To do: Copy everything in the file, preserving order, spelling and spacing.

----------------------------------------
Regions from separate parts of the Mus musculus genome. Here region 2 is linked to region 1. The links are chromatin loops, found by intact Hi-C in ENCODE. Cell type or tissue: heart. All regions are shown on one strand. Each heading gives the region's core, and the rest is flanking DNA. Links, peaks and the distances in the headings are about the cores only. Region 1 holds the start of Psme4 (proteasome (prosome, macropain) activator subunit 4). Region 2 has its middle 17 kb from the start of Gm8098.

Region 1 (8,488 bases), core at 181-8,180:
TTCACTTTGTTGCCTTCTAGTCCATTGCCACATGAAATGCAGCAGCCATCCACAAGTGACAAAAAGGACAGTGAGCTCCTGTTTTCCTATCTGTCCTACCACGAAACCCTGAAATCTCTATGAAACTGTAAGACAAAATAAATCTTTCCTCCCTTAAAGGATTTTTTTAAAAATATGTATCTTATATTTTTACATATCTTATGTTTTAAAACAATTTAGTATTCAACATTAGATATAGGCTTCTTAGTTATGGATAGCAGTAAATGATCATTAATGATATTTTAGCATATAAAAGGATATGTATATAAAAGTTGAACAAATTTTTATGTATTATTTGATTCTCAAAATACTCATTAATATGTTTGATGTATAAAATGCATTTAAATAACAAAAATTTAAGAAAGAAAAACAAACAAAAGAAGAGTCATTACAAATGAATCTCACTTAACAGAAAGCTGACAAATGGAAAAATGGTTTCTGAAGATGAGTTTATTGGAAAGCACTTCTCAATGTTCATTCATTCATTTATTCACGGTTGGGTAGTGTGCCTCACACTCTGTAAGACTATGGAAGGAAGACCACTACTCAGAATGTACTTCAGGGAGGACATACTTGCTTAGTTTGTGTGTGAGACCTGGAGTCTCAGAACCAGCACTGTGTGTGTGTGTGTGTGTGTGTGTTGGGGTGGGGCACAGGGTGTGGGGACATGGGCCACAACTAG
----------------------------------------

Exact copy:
Regions from separate parts of the Mus musculus genome. Here region 2 is linked to region 1. The links are chromatin loops, found by intact Hi-C in ENCODE. Cell type or tissue: heart. All regions are shown on one strand. Each heading gives the region's core, and the rest is flanking DNA. Links, peaks and the distances in the headings are about the cores only. Region 1 holds the start of Psme4 (proteasome (prosome, macropain) activator subunit 4). Region 2 has its middle 17 kb from the start of Gm8098.

Region 1 (8,488 bases), core at 181-8,180:
TTCACTTTGTTGCCTTCTAGTCCATTGCCACATGAAATGCAGCAGCCATCCACAAGTGACAAAAAGGACAGTGAGCTCCTGTTTTCCTATCTGTCCTACCACGAAACCCTGAAATCTCTATGAAACTGTAAGACAAAATAAATCTTTCCTCCCTTAAAGGATTTTTTTAAAAATATGTATCTTATATTTTTACATATCTTATGTTTTAAAACAATTTAGTATTCAACATTAGATATAGGCTTCTTAGTTATGGATAGCAGTAAATGATCATTAATGATATTTTAGCATATAAAAGGATATGTATATAAAAGTTGAACAAATTTTTATGTATTATTTGATTCTCAAAATACTCATTAATATGTTTGATGTATAAAATGCATTTAAATAACAAAAATTTAAGAAAGAAAAACAAACAAAAGAAGAGTCATTACAAATGAATCTCACTTAACAGAAAGCTGACAAATGGAAAAATGGTTTCTGAAGATGAGTTTATTGGAAAGCACTTCTCAATGTTCATTCATTCATTTATTCACGGTTGGGTAGTGTGCCTCACACTCTGTAAGACTATGGAAGGAAGACCACTACTCAGAATGTACTTCAGGGAGGACATACTTGCTTAGTTTGTGTGTGAGACCTGGAGTCTCAGAACCAGCACTGTGTGTGTGTGTGTGTGTGTGTGTTGGGGTGGGGCACAGGGTGTGGGGACATGGGCCACAACTAG